Cancer Research UK has published research that could help match cancer patients with no other treatment options to clinical trials with experimental medicines.
The matching would work by analysing the genetic faults in a sample of their blood, according to research published in Nature Medicine.
The researchers, funded by Cancer Research UK, The Christie Charity, AstraZeneca and the NIHR Manchester Biomedical Research Centre (BRC), demonstrated in their feasibility study that a blood test can be carried out and analysed in a timeframe that can help clinicians select a matched, targeted treatment.
Patients currently receive an invasive tumour biopsy, to determine whether they are eligible to enrol based on their type of cancer, a method which is often months or years old and may not represent a patient’s current disease due to their tumours’ evolutionary changes over time.
However, researchers have now found that a small volume of blood can contain up-to-date genetic information about a patient’s cancer to inform treatment choices. In this feasibility study of the first 100 patients, 11 were enrolled onto an available and molecularly matched clinical trial.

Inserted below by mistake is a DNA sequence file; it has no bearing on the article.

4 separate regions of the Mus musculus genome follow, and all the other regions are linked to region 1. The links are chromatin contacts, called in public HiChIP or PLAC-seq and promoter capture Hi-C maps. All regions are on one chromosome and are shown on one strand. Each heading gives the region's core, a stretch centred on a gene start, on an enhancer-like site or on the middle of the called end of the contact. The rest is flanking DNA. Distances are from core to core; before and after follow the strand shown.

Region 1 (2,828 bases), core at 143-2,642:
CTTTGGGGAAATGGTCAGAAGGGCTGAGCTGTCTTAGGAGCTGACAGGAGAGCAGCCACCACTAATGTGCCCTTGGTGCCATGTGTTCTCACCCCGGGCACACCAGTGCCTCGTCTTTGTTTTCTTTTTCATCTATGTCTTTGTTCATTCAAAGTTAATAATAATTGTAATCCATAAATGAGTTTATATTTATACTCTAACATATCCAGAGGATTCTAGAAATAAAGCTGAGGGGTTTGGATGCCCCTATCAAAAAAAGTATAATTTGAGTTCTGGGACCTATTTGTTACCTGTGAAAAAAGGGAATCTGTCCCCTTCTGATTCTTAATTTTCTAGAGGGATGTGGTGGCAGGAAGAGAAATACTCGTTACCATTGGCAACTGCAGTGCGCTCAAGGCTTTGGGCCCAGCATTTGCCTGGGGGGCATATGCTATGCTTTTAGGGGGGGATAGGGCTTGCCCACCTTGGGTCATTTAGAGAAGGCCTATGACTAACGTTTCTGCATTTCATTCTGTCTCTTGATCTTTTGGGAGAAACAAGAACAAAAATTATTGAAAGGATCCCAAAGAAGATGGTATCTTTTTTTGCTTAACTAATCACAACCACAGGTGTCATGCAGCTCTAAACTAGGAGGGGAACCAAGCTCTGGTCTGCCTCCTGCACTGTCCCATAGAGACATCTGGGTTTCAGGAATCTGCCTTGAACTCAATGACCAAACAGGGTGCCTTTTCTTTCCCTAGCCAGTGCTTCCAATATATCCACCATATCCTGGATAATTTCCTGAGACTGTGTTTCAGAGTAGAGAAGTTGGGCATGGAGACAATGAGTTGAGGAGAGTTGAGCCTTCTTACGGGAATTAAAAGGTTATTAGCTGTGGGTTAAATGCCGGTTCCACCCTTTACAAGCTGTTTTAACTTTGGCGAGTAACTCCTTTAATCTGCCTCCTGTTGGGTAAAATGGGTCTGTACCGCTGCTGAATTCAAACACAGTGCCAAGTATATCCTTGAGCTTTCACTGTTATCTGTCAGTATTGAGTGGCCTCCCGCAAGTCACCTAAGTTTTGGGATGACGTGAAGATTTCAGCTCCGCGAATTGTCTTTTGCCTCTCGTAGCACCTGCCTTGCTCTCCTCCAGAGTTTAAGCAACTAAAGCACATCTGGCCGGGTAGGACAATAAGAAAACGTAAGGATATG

Dr Matthew Krebs, the lead clinician of the study from The University of Manchester and The Christie Hospital NHS Foundation Trust, said: “This study is bringing clinicians and scientists together to develop a new approach to treating patients with advanced cancers.
“Historically, patients who have exhausted other options but are still reasonably well might access a clinical trial based on their cancer type, but without that new therapy being targeted to their tumour's particular genetic profile. Now, that paradigm is shifting toward personalised medicine. By understanding the genetic faults underpinning a patient’s cancer from a blood test, as demonstrated in this study, this raises the hope of matching more patients to a specific targeted clinical trial treatment with better chance of benefit.”
The authors caution that while this study is promising, not every patient will have identifiable and ‘druggable’ faulty genes in their blood, nor will every patient have the opportunity to receive a treatment tailored to their cancer.